Pricing of canal water in large irrigation projects is supported to be based on the principle of covering operating and maintenance (O&M) costs, but in most places it is priced at levels which cover only about 15 per cent of O&M costs. This eliminates any incentive to adopt less water intensive cropping patterns in the command area, especially among upper end users.
It also leads to poor maintenance of the canal system, which in effect means that although water is severely under priced, farmers have no assurance that they will get the water they need at a predictable time. Farmers would be much better off paying higher prices for water, if this is accompanied by greater predictability of supply of a certain quantity at a particular time.
The first step in evolving a rational water policy is to make a scientific assessment of the available water resources in each basin in the country and then define basin specific strategies for water management. This mapping exercise should be undertaken on a priority basis, with the involvement of the science departments, and should be completed in the Twelfth Plan.
Rational water pricing is important and must be pursued but pricing by itself may not solve the problem since prices would have to be set at unacceptably high levels to get anywhere close to optimal water use. State Governments would therefore be well advised to combine price rationalization with establishment of statutory water regulators to determine water allocation for different uses such as household needs, agriculture and industrial use.
A start has been made in some states, e.g., Maharashtra and Andhra Pradesh using somewhat different approaches, but we have a long way to go and we must learn from different experiments, one way of incentivizing the process is to link central assistance for capital-intensive irrigation projects to the implementation of critical regulatory reforms in this area and to undertake parallel work on completing command area development.
A controversial issue that needs to be faced is whether a system of rational management of the country’s water resources can be achieved without bringing in legislation that would empower the Central Government to act in this area. The Constitution provides that the Central Government can determine rational use of water in interstate rivers, provided Parliament passes a law for this purpose.
There is also a case for revisiting the various laws in place to regulate the use of groundwater. The present laws only provide for banning new tube-wells in areas where the water table has fallen too far. This only confers a monopoly on existing tube-wells owners who can pump as much water as they wish and sell it to other farmers.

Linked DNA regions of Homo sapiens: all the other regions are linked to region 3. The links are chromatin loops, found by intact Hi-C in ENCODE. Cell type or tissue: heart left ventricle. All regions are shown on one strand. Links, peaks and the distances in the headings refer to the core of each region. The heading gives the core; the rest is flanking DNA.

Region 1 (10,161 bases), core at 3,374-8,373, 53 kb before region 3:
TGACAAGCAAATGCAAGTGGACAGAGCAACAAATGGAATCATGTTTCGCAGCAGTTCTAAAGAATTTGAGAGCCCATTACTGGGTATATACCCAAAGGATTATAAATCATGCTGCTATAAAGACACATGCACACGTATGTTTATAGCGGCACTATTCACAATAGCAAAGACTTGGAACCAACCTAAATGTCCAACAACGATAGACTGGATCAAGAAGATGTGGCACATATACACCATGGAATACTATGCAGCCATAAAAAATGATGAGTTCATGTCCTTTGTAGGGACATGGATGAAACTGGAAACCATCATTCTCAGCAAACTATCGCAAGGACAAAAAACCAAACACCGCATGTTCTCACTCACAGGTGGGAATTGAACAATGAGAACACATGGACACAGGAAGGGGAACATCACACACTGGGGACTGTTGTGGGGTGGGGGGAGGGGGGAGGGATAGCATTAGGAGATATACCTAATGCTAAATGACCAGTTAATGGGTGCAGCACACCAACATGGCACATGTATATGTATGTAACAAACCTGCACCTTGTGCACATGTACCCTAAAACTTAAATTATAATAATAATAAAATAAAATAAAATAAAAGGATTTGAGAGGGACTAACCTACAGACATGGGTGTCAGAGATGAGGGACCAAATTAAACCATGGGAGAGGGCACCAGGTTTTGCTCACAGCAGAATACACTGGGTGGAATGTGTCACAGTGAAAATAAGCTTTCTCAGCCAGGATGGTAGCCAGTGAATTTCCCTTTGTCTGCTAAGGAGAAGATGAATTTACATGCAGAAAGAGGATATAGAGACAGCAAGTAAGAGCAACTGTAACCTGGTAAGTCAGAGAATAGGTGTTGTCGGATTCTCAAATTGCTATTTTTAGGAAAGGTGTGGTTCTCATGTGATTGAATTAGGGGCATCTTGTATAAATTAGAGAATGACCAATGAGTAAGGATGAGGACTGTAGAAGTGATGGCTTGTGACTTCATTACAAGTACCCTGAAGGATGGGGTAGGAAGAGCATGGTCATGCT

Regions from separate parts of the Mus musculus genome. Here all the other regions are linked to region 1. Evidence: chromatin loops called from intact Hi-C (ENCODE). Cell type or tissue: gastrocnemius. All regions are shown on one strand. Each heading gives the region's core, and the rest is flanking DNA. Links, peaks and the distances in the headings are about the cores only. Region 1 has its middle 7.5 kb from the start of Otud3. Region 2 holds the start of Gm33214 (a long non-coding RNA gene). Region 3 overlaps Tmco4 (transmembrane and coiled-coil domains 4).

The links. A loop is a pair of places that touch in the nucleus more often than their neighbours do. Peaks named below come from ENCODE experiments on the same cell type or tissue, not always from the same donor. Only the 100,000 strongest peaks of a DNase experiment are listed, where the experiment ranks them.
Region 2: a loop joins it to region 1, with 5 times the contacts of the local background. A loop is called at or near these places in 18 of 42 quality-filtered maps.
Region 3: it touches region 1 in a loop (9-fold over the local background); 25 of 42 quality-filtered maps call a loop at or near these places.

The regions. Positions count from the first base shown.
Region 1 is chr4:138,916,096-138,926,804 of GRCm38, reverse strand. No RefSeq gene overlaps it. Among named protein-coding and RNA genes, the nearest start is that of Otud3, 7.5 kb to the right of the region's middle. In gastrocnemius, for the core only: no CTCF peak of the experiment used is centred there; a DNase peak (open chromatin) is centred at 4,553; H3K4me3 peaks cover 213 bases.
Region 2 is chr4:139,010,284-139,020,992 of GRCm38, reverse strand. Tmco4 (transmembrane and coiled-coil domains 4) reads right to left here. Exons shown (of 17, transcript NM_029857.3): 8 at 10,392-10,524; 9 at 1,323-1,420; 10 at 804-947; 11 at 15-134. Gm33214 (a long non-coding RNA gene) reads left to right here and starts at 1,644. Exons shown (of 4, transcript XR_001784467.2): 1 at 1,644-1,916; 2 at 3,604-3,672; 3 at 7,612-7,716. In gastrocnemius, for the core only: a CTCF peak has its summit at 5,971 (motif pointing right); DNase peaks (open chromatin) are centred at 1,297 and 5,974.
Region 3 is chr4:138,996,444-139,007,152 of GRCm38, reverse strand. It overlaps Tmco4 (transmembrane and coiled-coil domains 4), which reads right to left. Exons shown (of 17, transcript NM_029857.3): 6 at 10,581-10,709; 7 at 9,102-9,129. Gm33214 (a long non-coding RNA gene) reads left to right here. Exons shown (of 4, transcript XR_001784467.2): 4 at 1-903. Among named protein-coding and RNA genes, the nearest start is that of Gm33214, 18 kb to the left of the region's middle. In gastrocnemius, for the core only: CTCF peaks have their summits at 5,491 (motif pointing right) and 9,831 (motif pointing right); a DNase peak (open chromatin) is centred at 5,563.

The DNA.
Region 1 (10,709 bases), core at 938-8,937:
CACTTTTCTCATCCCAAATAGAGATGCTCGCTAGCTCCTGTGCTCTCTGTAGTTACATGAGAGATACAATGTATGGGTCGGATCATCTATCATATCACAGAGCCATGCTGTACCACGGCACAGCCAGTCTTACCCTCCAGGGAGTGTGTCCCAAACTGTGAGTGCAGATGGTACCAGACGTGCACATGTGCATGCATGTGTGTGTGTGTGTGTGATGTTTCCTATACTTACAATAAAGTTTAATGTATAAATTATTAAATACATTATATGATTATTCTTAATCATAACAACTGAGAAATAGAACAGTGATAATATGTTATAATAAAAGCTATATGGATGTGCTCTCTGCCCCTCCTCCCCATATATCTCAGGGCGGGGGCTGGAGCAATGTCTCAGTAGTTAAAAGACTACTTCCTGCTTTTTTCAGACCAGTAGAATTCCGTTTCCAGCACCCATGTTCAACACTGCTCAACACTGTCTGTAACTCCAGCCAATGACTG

Free power or very cheap power for agriculture provides a wholly unjustified incentive for such activity. At the very least, State Governments should consider imposing a cess on electricity for agricultural use in all areas where the water level has sunk too low, and earmark the proceeds for ground water recharge.
Economic Resource Type # 4. Forest Resources:
Forests occupy a special place in the life and thought of the people. They form an important renewable natural resource. Forest ecosystem is dominated by trees, their species- content varying in different parts of the world. Forests contribute essentially to the economic development of our country by providing goods and services to the people and industry.
They are intimately linked with our culture and civilization. Forests occupy an important place among the natural resources of a country. In India, however, forests are neither abundant nor very rich in their products. Presently forests occupy an area of about 6.8 crore hectares which is 22 per cent of the total reporting area.
The distribution of forests in India is uneven. In the north-western part of the country, barely 11 per cent of the area is under forests. In contract, in the central region about 44 per cent land is covered with forests. The Himalayas, and the Terai regions, contain about 20 per cent of the forests while over 75 per cent of the forests are located in Peninsular India.
The Gangetic Plain has even less than 5 per cent of the forests. This uneven distribution of forests in India is not satisfactory from ecological point of view and planned efforts are required to improve it by growing trees in regions poor in forests. Even if we take the country as a whole India’s position looks pitiable compared with that of the U.S.A. where per capita land under forests is 1.8 hectares, as against India’s 0.2 hectares.